Gluckman, Peter D., Hanson, Mark A., Beedle, Alan S. and Spencer, Hamish G.
Predictive adaptive responses in perspective
Trends in Endocrinology and Metabolism, 19, (4), . (doi:10.1016/j.tem.2008.02.002). (PMID:18328727).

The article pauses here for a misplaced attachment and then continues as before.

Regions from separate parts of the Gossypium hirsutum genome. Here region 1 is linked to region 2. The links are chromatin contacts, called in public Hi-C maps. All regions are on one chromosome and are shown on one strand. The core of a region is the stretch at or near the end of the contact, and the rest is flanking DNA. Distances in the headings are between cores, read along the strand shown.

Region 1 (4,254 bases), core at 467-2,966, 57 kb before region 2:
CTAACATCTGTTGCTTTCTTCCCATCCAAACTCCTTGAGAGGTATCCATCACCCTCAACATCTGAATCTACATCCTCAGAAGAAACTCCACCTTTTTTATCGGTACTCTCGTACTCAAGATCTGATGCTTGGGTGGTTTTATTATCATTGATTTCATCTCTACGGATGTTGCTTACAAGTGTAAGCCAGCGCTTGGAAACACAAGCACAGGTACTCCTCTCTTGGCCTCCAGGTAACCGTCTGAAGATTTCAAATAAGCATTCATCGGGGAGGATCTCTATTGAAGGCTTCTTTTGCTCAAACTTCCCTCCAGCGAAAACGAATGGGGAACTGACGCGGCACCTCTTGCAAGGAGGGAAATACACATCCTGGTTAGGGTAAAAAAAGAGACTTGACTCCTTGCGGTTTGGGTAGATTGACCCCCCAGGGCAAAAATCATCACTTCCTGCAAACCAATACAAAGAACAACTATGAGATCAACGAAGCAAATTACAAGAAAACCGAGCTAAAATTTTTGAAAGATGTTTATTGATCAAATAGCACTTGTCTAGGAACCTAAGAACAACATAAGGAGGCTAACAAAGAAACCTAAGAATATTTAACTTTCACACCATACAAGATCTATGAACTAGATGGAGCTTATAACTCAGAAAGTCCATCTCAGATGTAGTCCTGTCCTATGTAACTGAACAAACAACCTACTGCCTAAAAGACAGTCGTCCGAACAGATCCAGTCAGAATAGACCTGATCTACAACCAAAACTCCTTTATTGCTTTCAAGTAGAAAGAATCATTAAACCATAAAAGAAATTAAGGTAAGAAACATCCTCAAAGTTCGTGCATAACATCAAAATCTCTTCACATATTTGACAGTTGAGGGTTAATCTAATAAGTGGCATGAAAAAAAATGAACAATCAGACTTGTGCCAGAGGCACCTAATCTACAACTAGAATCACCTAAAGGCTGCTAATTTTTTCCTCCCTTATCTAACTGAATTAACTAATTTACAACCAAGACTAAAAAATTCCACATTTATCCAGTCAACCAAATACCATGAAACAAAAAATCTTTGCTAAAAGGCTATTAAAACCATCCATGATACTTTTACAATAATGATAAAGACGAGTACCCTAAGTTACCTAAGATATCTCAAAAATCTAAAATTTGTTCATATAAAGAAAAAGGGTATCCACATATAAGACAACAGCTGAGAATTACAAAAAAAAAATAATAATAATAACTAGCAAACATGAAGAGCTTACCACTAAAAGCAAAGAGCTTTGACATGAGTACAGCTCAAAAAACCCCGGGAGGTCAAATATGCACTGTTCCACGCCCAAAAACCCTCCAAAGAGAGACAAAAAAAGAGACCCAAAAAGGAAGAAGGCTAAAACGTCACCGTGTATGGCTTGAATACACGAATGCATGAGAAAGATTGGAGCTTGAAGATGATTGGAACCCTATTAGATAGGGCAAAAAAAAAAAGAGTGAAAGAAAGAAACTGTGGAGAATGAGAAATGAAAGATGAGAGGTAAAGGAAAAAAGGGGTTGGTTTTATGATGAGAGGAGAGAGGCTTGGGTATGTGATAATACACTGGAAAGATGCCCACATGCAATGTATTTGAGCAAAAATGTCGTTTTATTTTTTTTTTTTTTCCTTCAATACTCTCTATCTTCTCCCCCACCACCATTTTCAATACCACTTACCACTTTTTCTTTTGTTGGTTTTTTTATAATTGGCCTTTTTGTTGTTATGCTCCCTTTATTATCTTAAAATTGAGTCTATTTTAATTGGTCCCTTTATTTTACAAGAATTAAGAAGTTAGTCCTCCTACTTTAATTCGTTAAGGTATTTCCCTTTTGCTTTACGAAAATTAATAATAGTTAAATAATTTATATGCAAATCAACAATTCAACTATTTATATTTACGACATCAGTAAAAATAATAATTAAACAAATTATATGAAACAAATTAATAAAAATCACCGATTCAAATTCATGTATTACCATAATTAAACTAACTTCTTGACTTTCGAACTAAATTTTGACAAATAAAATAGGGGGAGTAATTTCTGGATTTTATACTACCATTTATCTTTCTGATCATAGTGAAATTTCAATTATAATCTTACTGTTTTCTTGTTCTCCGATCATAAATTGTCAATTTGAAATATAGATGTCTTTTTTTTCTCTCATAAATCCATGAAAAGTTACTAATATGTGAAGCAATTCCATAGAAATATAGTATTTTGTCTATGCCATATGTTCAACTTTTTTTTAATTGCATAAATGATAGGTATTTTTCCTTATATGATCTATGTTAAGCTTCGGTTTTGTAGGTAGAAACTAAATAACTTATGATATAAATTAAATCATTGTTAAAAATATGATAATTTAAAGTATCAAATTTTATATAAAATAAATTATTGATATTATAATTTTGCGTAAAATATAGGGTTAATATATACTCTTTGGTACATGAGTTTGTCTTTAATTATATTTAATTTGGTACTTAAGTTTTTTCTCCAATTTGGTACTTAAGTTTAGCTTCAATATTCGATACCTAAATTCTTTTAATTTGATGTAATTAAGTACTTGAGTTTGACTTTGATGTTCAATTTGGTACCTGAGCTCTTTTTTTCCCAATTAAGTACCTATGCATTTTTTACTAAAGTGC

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In a recent opinion article, Wells accepts our fundamental claim that early metabolic plasticity in humans can contribute to later disease if there is a disparity (‘mismatch’) between nutritional experience at different phases of life, but he revives a debate and about the nature and function of the cue directing such plasticity. As in that earlier exchange, Wells argues that (i) the interests of mother and offspring are distinct, (ii) the only traits of interest are nutritional and metabolic and (iii) modern humans are in some way ‘special’ because of their extended lifespan and reproductive strategy. He argues that in humans prediction has been abandoned for a backward-looking strategy that operates solely for maternal benefit. We have explained elsewhere why we do not believe this to be the case. We suggest that a broader approach is needed because (i) evolution maximizes inclusive fitness, requiring optimization of the outcomes of the set of maternofetal dyads produced across the mother's reproductive life, (ii) plasticity cued by early-life information operates through trade-offs among the whole suite of life-history traits, and it is misleading to concentrate on a single trait and (iii) as in other species, humans use the mechanisms of developmental plasticity cued by information from the past and the present to prepare for the future.
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